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Regret becoming a step-mother

(14 Posts)
Jacko80 Wed 06-Jul-11 16:18:48

DH and I married 18 months ago. We bought a 3 bedroomed house specifically so that DS could have a room of his own and his DD (13) could have a bedroom to herself when she visited on alternative weekends. However 2 months after moving into the house DH broke the news to me that he'd agreed to have DSD here permanantly. I got no say in this whatsoever but what could I do? I could hardly say no. But as soon as the ball got rolling all the arguments started. She insisted on having DS's room as it's bigger than hers. I said no yet I find out that behind my back DH had told her he would "work on it as she should have the bigger room being the girl". So we argued over that and I told him there was no way I was chucking DS out of the room he'd decorated himself (some of it with his own money). DH said I was being unfair and a drama queen. This is where it all started. We have a rota where everyone that lives with us takes a turn at washing up. DSD refused to take part and DH said it was no big deal. I said it WAS a big deal as DS was having to do it and so should she. DH "had a word" with her and she said she wouldn't do it unless he bought her protective gloves hmm so guess who kept forgetting to buy protective gloves? In the end I reluctantly bought some and she still made excuses as to why she couldn't wash up. She does nothing, she doesn't get out of bed until 1-2pm weekends and then moans that there is nothing in for her to eat, this results in DH scrambling for pans etc and cooking her whatever he can find despite the fact that DS has been told he can have a sandwich or nothing. The kids have set bed times yet he creaps into hers and tells her to "just be quiet" and she can stay up until whatever time she wants. He said she should have more pocket money than DS as DS gets maintanance off his dad (which pays for school things, clothes etc, not luxuries!) I disagreed as the maintanance gets paid to me, DS doesn't see it yet I find out he's doubled her pocket money behind my back. Everything revolves around her, days out, holidays, what we eat, he even allowed her to buy a kitten even though we'd discussed it and I had said no (as I don't like cats and we can't afford more pets). I was so angry I took it straight to a cat rescue place which resulted in a tantrum from hell, doors slamming, screaming, OTT crying, pleas of "I'm going to kill myself!" etc hmm and DH turned to me and said "there, you happy now??" shock yet DH happily told DS he couldn't have a Gecko.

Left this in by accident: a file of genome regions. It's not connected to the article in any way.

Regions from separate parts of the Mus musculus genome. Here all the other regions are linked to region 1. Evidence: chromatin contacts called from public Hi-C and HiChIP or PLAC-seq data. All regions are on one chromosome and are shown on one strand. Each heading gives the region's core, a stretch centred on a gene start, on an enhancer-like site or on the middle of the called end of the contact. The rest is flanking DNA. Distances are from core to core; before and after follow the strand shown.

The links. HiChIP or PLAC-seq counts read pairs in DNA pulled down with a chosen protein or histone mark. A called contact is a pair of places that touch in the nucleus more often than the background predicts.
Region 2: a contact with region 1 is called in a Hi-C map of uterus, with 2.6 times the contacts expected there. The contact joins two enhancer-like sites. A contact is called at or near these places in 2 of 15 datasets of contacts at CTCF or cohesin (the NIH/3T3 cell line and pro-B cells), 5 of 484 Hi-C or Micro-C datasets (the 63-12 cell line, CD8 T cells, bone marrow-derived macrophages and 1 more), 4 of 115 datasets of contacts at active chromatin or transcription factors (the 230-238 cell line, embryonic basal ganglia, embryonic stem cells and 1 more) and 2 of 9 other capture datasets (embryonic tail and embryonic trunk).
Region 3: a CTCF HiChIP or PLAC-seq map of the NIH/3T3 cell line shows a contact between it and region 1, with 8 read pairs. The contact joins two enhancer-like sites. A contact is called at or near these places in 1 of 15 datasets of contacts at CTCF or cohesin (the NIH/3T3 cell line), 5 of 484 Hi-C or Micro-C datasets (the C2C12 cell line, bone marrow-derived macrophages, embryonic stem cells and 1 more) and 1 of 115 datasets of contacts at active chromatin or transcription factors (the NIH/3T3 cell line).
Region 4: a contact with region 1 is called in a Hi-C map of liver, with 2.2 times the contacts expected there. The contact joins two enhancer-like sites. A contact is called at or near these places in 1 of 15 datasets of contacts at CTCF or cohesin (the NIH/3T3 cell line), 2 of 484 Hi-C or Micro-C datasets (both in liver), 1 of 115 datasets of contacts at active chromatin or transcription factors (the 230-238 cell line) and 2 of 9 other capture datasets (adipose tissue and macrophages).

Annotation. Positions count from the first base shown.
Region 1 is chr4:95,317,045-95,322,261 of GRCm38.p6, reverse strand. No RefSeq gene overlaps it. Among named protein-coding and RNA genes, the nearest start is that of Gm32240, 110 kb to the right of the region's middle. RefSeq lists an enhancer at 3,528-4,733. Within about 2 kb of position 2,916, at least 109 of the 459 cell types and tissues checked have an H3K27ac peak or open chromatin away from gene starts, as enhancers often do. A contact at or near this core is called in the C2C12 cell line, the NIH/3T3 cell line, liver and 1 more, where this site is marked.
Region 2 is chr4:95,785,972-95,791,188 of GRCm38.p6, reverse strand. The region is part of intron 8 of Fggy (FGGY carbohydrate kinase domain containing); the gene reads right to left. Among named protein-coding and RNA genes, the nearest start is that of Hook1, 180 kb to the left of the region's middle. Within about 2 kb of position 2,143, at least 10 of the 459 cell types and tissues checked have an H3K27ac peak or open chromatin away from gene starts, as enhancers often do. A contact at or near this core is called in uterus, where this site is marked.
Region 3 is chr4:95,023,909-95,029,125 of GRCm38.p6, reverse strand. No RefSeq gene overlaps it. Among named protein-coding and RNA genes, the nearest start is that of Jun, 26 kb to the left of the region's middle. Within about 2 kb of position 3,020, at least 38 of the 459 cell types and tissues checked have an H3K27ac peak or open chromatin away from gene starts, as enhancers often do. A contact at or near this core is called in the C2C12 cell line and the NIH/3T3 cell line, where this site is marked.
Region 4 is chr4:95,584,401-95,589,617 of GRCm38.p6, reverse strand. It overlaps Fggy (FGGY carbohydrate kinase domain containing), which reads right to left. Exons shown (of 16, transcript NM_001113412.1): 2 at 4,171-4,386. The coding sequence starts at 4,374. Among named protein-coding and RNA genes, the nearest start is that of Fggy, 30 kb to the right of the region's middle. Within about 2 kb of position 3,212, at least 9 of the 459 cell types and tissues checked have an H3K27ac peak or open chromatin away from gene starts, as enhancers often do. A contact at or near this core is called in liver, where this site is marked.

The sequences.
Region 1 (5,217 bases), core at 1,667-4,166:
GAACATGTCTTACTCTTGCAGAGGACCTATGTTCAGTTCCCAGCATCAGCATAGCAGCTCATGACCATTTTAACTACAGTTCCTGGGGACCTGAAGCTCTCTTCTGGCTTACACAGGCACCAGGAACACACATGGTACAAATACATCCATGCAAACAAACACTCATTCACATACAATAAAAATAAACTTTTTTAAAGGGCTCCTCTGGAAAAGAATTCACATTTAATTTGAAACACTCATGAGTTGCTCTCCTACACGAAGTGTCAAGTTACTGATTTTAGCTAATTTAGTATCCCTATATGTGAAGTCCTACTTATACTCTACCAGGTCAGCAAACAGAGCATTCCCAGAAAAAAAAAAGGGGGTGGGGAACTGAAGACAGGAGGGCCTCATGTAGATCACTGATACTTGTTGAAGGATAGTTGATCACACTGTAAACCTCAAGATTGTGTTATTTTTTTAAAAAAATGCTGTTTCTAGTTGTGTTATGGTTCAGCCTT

I am so angry and fed up with it all, I resent her so much it's like she's just stormed in here and turned my whole world upside down. DS hates her, I can't stand being around her yet deep down I know DH is the problem and he is the one doing this. Does it get any better? am I likely to "win" on this one or should I just throw in the towel and file for divorce??

feckwit Wed 06-Jul-11 16:21:39

The problem isn't your stepdaughter, it is your husband.

He is allowing her to manipulate situations and is not treating the children equally. If he can't agree to the same set of rules for your son and his daughter, I would leave.

barleymow Wed 06-Jul-11 16:47:54

Blimey - how on earth did he just announce to you that your DSD was moving in after you were already married and sharing your joint home? (or more importantly get away with it) ??? There is nothing wrong with your DSD. Only with your husband. You need a serious chat/ or couples counselling to learn to parent as a team. Good luck, you have my sympathies

catsmother Wed 06-Jul-11 17:44:24

Forgive my language but your husband is an irresponsible, selfish, stupid, arrogant, disloyal, disrespectful fuckwit. His behaviour is absolutely disgraceful - to both you and your son, and, if only he knew it, for his daughter too as she'll grow (if she hasn't already) into a manipulative spoilt little madam. Quite obviously he's out to prove that his child is "better" than your child which is pathetic.

Obviously, as individuals, your respective children are THE most important to you, but outwardly, living together as a family you just can't have a situation where only one child is forever the golden favoured one. You just can't. Your son will become more and more unhappy, and you will go mad with anger and resentment.

If he wasn't prepared to discuss all this objectively, maybe with the help of a counsellor, then I don't see you have any real choice except to separate, because the favouritism is so blatant and so nasty. To try and turf DS out of his room, the room that had been decorated for him in all good faith, because suddenly the goalposts move in regard to SD, is actually very spiteful. Your H is also completely undermining YOU by actively encouraging his child to break the house rules. All this clandestine whispering and advice on how to "get away" with things is effectively saying to his daughter that you, as the other adult in the house, are irrelevant .... that your rules are stupid and so on. Am getting more and more angry on your behalf as I'm typing this. Your H is a complete knob, he really is. There is NO justification for how he's being, none at all.